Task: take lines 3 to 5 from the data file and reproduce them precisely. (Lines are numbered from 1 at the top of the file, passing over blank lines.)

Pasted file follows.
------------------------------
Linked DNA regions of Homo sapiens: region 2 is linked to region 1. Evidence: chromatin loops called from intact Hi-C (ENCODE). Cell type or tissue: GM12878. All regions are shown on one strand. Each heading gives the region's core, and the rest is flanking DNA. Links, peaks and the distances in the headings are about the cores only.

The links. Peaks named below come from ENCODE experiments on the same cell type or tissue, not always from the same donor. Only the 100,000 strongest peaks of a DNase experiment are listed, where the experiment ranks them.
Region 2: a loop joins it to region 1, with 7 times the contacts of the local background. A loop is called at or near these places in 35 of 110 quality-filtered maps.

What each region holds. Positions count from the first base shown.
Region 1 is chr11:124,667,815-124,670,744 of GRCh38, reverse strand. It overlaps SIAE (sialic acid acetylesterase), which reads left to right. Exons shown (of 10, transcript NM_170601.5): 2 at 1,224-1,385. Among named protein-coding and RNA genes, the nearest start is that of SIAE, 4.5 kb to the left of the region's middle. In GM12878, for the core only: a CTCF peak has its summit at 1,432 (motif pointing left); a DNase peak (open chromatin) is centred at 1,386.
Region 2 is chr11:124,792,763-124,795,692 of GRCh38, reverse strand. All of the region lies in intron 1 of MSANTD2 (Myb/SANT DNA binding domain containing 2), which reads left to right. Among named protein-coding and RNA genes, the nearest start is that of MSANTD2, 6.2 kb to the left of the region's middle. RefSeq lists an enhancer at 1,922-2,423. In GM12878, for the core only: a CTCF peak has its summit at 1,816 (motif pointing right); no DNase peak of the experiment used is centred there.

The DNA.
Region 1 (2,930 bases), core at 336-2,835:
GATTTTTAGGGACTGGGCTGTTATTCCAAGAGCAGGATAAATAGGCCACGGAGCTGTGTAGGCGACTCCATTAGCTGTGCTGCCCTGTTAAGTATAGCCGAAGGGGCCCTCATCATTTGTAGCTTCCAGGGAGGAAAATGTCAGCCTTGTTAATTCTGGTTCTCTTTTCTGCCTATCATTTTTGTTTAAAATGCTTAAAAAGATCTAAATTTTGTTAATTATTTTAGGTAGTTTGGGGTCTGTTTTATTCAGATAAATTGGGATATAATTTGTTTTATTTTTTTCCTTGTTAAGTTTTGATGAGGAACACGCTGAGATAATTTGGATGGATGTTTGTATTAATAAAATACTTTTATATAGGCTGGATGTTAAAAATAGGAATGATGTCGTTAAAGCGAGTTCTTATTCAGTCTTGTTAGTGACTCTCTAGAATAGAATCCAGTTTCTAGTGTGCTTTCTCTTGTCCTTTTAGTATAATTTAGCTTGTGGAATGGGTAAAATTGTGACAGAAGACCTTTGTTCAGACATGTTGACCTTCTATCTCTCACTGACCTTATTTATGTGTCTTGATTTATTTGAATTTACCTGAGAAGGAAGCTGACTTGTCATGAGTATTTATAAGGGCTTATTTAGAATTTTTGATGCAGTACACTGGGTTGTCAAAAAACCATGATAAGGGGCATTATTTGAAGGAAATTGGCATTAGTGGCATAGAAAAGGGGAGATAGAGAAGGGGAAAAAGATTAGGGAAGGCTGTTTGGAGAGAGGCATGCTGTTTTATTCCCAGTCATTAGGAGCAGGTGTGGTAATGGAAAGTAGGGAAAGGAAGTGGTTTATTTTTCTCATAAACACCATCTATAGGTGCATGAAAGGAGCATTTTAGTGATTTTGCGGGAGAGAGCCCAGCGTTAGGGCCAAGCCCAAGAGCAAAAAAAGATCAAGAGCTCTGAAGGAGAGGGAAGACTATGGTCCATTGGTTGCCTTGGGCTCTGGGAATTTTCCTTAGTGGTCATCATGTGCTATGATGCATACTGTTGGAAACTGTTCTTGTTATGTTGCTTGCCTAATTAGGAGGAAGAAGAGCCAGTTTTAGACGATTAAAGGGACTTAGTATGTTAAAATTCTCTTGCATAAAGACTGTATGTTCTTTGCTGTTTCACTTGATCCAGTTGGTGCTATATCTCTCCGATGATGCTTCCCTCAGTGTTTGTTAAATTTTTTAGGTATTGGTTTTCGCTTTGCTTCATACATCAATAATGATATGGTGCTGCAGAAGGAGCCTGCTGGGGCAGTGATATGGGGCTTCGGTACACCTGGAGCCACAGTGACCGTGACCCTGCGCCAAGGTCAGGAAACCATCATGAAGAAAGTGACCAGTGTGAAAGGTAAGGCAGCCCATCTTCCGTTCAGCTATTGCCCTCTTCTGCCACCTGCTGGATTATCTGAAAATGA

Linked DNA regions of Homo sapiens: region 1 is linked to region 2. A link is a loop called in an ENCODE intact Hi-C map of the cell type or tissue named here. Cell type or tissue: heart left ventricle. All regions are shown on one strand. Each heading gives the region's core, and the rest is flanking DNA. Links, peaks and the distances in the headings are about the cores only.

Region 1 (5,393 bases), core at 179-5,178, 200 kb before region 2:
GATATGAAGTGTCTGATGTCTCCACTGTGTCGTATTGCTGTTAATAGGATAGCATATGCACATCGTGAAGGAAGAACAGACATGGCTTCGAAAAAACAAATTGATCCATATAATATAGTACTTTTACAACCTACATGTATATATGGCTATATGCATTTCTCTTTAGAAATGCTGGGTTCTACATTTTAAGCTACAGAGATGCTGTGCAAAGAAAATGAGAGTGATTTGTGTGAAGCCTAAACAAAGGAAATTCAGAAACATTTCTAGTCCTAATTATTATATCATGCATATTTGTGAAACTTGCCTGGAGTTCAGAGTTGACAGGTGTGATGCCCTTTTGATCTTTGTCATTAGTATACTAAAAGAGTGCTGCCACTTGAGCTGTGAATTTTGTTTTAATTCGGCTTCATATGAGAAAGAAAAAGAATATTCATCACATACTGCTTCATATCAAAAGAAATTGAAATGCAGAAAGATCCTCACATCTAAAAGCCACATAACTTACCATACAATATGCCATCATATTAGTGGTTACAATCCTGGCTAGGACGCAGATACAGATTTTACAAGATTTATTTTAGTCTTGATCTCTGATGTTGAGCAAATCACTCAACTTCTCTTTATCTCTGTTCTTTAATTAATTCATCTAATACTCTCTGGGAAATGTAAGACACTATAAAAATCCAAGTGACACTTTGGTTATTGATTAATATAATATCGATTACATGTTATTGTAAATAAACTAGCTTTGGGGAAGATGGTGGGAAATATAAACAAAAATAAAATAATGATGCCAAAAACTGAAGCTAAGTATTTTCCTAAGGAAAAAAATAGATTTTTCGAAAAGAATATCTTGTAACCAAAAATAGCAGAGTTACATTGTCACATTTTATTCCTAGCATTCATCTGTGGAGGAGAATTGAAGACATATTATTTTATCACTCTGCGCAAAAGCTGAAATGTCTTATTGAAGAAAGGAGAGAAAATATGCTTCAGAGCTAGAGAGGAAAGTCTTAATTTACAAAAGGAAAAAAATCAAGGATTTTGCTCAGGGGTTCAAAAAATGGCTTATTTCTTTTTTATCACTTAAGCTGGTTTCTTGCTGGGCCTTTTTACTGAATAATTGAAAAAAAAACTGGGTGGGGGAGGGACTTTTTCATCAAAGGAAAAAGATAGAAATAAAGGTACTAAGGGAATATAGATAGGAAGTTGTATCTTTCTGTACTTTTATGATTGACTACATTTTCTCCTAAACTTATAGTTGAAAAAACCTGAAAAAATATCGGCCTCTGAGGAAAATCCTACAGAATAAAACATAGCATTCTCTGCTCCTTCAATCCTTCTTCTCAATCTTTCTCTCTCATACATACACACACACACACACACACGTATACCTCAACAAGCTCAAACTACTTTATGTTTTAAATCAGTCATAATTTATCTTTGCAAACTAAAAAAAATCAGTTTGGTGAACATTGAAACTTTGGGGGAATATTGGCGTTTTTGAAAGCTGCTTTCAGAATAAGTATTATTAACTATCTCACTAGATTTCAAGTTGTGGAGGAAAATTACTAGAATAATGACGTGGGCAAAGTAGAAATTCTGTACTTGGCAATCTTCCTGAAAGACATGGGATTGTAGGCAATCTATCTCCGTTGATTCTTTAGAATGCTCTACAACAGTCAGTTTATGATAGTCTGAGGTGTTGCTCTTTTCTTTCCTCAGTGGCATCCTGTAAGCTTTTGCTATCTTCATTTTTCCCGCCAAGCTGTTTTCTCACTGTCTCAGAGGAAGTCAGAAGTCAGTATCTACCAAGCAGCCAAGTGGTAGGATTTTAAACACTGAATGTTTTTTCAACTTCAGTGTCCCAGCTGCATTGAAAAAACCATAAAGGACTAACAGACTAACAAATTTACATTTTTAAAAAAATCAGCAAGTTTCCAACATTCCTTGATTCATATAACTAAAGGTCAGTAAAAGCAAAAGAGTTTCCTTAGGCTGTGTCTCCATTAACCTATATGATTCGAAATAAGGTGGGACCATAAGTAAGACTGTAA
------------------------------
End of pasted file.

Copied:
Region 2: a loop joins it to region 1, with 7 times the contacts of the local background. A loop is called at or near these places in 35 of 110 quality-filtered maps.

What each region holds. Positions count from the first base shown.
Region 1 is chr11:124,667,815-124,670,744 of GRCh38, reverse strand. It overlaps SIAE (sialic acid acetylesterase), which reads left to right. Exons shown (of 10, transcript NM_170601.5): 2 at 1,224-1,385. Among named protein-coding and RNA genes, the nearest start is that of SIAE, 4.5 kb to the left of the region's middle. In GM12878, for the core only: a CTCF peak has its summit at 1,432 (motif pointing left); a DNase peak (open chromatin) is centred at 1,386.